Adventure Show presenter Amy Irons travels to the Scottish Borders, a part of Scotland often ignored by outdoor enthusiasts keen to get to the big mountains. She joins Bikepacking Scotland founder Markus Stitz on a two-day trip sampling part of the Capital Trail and discovers a landscape that is wild, remote and full of surprises.
You can watch the Adventure on Friday 21 Jan at 8pm and Sat 22 Jan at 7.30pm on BBC Scotland or shortly afterwards on iPlayer. More information can be found here.
With a new film Edinburgh-based Markus Stitz and Mark Beaumont encourage more people to enjoy winter cycling in the future. Filmed on a newly created gravel bike route, which follows the local authority boundary of the City of Edinburgh, and additional locations close to the Scottish Capital during January and February 2021, ‘Explore your Boundaries’ is a short documentary that highlights the beauty and challenges of exploring places on two wheels in snow and ice.
Markus Stitz, the first person to ride a single-speed bicycle around the world, and Mark Beaumont, the Guinness World Record holder for the fastest circumnavigation in 78 days and 14 hours, are both Edinburgh residents. Teaming up to film ‘Explore your Boundaries’ was inspired by encouraging people to see familiar and local areas in unfamiliar ways, showing how great adventures can happen from your own front door.
Mark Beaumont comments: ‘When you ride somewhere in perfect conditions, define that as the summer and the sun is shining, it’s a totally different thing than the grit and the resolve that it takes to then go there in the depth of winter. I often think as a cyclist that there are a number of motivations. People want to do exercise and want to feel healthy, but for me there’s also the other side, which is just the sheer experience of exploring places and those memories. And that’s not necessarily about wellbeing in terms of fitness. As much as I can sit indoors and do circuits or get your miles in on the turbo, I can’t feed the soul in the same way unless I actually get out and ride.’
When the second lockdown was announced in Scotland in the end of 2020 the two cyclists created a collection of routes, named ‘Explore your Boundaries’, ranging from 30 to 315 miles (48 to 505 km), using the boundaries of Scottish local authorities as guidance. The routes are free to download on this site and on Mark’s and Markus’ Komoot profiles. The idea for the film was born when both rode the Edinburgh city boundary on 2 January, completing 68 miles (110 km) in about 10 hours and documenting the journey with stills and video footage.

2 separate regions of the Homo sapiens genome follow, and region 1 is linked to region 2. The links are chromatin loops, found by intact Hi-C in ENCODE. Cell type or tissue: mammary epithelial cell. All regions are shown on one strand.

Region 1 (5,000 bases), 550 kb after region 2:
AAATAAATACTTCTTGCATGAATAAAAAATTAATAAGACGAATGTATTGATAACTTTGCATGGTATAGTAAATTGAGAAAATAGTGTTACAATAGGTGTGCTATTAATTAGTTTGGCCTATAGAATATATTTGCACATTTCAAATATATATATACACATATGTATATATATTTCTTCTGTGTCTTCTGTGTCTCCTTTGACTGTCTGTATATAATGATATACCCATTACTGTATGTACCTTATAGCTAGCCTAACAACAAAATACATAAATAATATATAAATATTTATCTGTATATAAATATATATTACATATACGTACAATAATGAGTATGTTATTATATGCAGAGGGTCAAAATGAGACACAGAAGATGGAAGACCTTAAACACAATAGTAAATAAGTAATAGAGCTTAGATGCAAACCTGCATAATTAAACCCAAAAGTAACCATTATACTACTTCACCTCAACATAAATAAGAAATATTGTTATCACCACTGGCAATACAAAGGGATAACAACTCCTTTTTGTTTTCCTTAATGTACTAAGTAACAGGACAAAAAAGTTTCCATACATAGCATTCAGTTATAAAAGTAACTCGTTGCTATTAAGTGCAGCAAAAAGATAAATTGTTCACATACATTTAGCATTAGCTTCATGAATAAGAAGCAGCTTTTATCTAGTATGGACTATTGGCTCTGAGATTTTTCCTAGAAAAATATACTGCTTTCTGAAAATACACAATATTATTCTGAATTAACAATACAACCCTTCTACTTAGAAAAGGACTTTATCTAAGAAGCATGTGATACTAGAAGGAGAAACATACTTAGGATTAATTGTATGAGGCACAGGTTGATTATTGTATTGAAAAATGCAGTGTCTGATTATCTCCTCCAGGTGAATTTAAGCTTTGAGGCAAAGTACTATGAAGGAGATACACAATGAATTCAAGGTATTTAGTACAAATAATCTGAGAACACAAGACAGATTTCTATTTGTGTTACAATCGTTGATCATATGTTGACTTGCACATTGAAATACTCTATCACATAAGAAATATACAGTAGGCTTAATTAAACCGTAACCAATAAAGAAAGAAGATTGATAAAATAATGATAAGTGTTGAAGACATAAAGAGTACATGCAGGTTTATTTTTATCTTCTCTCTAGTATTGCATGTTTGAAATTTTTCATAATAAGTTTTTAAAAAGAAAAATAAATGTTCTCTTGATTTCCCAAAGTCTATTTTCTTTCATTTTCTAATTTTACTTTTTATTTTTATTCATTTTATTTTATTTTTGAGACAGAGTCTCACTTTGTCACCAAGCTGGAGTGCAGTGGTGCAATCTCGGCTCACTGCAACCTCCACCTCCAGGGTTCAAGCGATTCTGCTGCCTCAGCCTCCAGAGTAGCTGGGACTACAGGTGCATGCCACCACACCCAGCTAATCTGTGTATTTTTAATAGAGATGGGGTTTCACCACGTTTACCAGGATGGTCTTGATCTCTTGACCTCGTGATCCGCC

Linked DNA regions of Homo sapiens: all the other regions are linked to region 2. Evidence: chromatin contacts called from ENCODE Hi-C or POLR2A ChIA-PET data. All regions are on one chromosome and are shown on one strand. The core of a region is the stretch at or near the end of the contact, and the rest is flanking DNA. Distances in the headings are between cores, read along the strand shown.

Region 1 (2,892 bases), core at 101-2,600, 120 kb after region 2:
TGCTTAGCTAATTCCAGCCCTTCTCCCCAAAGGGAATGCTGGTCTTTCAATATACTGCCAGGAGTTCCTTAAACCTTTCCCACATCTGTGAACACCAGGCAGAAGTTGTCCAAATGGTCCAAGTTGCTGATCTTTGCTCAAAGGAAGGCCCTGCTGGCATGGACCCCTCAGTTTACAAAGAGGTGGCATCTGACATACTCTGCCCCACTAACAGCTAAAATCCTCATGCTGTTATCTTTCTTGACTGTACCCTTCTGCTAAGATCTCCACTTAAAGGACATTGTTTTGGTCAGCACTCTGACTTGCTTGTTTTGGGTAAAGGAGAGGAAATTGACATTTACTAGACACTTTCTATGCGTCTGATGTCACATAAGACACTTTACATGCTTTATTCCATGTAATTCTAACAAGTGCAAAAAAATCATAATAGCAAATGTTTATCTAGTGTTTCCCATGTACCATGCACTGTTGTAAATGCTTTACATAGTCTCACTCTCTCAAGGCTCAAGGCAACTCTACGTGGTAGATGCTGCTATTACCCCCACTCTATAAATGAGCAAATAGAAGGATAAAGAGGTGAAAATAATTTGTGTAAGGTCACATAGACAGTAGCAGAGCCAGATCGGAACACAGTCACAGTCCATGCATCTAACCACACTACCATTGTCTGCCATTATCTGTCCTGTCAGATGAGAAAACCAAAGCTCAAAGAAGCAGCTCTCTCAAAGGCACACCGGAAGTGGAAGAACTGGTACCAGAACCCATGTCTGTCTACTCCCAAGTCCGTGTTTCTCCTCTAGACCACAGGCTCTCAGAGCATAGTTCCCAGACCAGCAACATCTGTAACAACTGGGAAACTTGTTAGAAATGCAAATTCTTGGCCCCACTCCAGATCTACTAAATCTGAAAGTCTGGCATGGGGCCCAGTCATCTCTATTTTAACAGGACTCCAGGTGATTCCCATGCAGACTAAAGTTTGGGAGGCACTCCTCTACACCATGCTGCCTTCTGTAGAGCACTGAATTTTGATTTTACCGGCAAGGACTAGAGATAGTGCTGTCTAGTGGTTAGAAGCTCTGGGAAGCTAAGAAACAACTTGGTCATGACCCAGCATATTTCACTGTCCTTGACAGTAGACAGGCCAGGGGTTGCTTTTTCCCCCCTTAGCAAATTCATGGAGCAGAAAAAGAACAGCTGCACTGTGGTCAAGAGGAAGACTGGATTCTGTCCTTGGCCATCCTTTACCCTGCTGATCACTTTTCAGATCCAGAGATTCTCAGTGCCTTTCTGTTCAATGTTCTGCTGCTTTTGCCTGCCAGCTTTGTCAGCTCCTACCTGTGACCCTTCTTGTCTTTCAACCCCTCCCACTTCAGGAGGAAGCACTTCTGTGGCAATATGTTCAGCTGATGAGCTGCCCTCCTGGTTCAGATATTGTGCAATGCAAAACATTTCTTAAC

With Scotland’s Capital mostly covered in snow from Christmas until the mid of February, Markus used the opportunity to capture the winter landscapes: ‘The last time I remember experiencing that much snow in Edinburgh was in 2010, shortly before I rode from Edinburgh to Germany. That journey introduced me to the joys of cycling in winter. Since then I love going out there and enjoying the elements, and this winter proved to be a perfect opportunity for that, and sharing the elation in a new film.’
While cycling in winter can be at times challenging, for both it is highly rewarding. As Beaumont puts it: ‘There’s definitely a kid inside me that loves ending up in quite tricky places and just creating those memories through big night rides, or being out in the snow. It’s about having fun with that concept of a bike ride, not just thinking I’m going out to get fit or I’m going out to train. It’s about trying to explore familiar places which are quite close to home, but you’re joining them up. And that’s when the best adventures happen.’
Paths for All, the Cairngorms National Park, NatureScot and Perth & Kinross Council, together with the Cateran Ecomuseum’s own Directors have committed investment totalling £82,650 to develop a second stage of heritage-based walking and cycling itineraries across eastern Perthshire and western Angus.
Travel for All Our Tomorrows will grow the number of Regenerative Tourism experiences offered by the Cateran Ecomuseum and kickstart a campaign to position it as one of Scotland’s premier car-free holiday destinations.
Regenerative Tourism encourages people to rethink how they travel for leisure and how they enjoy the places they choose to travel to in ways that ‘leave things better’ and ensure those places are available for future generations to enjoy. Active Travel, which encompasses walking and cycling, is regenerative because it reduces carbon footprint, places less pressure on the environmental resources of host communities and replenishes and restores people’s physical and mental wellbeing.